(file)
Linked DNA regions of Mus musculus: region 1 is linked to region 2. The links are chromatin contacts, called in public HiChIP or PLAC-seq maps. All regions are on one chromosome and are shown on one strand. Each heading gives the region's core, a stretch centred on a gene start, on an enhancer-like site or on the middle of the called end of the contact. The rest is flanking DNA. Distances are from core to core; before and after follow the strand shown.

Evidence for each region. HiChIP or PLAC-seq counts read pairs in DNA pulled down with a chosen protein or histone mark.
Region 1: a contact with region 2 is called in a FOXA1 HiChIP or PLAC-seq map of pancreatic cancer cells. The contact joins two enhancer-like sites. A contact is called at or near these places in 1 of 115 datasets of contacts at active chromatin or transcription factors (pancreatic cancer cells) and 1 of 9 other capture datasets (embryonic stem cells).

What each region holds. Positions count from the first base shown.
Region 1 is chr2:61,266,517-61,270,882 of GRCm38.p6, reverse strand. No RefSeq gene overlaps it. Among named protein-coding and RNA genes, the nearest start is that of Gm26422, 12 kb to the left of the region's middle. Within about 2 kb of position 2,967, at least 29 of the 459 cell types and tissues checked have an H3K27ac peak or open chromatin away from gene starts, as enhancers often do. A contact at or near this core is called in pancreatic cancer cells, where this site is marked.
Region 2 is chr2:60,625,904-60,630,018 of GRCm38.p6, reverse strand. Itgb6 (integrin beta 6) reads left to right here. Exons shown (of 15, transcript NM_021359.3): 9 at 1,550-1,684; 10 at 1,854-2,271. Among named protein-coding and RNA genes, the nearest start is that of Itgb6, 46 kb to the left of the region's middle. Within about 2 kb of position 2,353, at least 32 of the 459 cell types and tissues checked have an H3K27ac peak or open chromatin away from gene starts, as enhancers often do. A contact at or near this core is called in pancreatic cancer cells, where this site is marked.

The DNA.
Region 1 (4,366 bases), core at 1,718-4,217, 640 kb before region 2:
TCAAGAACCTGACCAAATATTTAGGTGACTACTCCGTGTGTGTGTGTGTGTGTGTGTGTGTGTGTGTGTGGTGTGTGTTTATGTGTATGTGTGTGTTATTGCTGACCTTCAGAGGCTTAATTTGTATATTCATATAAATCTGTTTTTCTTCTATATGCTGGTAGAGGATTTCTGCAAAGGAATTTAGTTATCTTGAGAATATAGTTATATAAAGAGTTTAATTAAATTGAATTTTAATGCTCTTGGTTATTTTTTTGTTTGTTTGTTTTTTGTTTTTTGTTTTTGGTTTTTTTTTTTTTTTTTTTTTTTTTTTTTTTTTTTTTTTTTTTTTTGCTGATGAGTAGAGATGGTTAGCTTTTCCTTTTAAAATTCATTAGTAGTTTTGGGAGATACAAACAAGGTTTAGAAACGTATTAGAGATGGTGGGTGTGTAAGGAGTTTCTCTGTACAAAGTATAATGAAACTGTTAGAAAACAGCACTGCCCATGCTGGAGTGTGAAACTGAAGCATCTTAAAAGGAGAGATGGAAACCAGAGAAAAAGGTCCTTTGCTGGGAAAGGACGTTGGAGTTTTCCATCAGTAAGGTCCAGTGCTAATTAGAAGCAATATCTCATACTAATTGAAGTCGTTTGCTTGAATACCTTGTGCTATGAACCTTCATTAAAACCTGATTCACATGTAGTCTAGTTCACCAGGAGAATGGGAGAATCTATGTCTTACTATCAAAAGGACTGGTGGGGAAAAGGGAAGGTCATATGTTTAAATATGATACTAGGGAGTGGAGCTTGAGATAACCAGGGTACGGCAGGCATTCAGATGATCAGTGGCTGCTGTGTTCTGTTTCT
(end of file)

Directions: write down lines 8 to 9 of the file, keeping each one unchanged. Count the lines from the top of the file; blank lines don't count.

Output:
Region 1 (4,366 bases), core at 1,718-4,217, 640 kb before region 2:
TCAAGAACCTGACCAAATATTTAGGTGACTACTCCGTGTGTGTGTGTGTGTGTGTGTGTGTGTGTGTGTGGTGTGTGTTTATGTGTATGTGTGTGTTATTGCTGACCTTCAGAGGCTTAATTTGTATATTCATATAAATCTGTTTTTCTTCTATATGCTGGTAGAGGATTTCTGCAAAGGAATTTAGTTATCTTGAGAATATAGTTATATAAAGAGTTTAATTAAATTGAATTTTAATGCTCTTGGTTATTTTTTTGTTTGTTTGTTTTTTGTTTTTTGTTTTTGGTTTTTTTTTTTTTTTTTTTTTTTTTTTTTTTTTTTTTTTTTTTTTTGCTGATGAGTAGAGATGGTTAGCTTTTCCTTTTAAAATTCATTAGTAGTTTTGGGAGATACAAACAAGGTTTAGAAACGTATTAGAGATGGTGGGTGTGTAAGGAGTTTCTCTGTACAAAGTATAATGAAACTGTTAGAAAACAGCACTGCCCATGCTGGAGTGTGAAACTGAAGCATCTTAAAAGGAGAGATGGAAACCAGAGAAAAAGGTCCTTTGCTGGGAAAGGACGTTGGAGTTTTCCATCAGTAAGGTCCAGTGCTAATTAGAAGCAATATCTCATACTAATTGAAGTCGTTTGCTTGAATACCTTGTGCTATGAACCTTCATTAAAACCTGATTCACATGTAGTCTAGTTCACCAGGAGAATGGGAGAATCTATGTCTTACTATCAAAAGGACTGGTGGGGAAAAGGGAAGGTCATATGTTTAAATATGATACTAGGGAGTGGAGCTTGAGATAACCAGGGTACGGCAGGCATTCAGATGATCAGTGGCTGCTGTGTTCTGTTTCT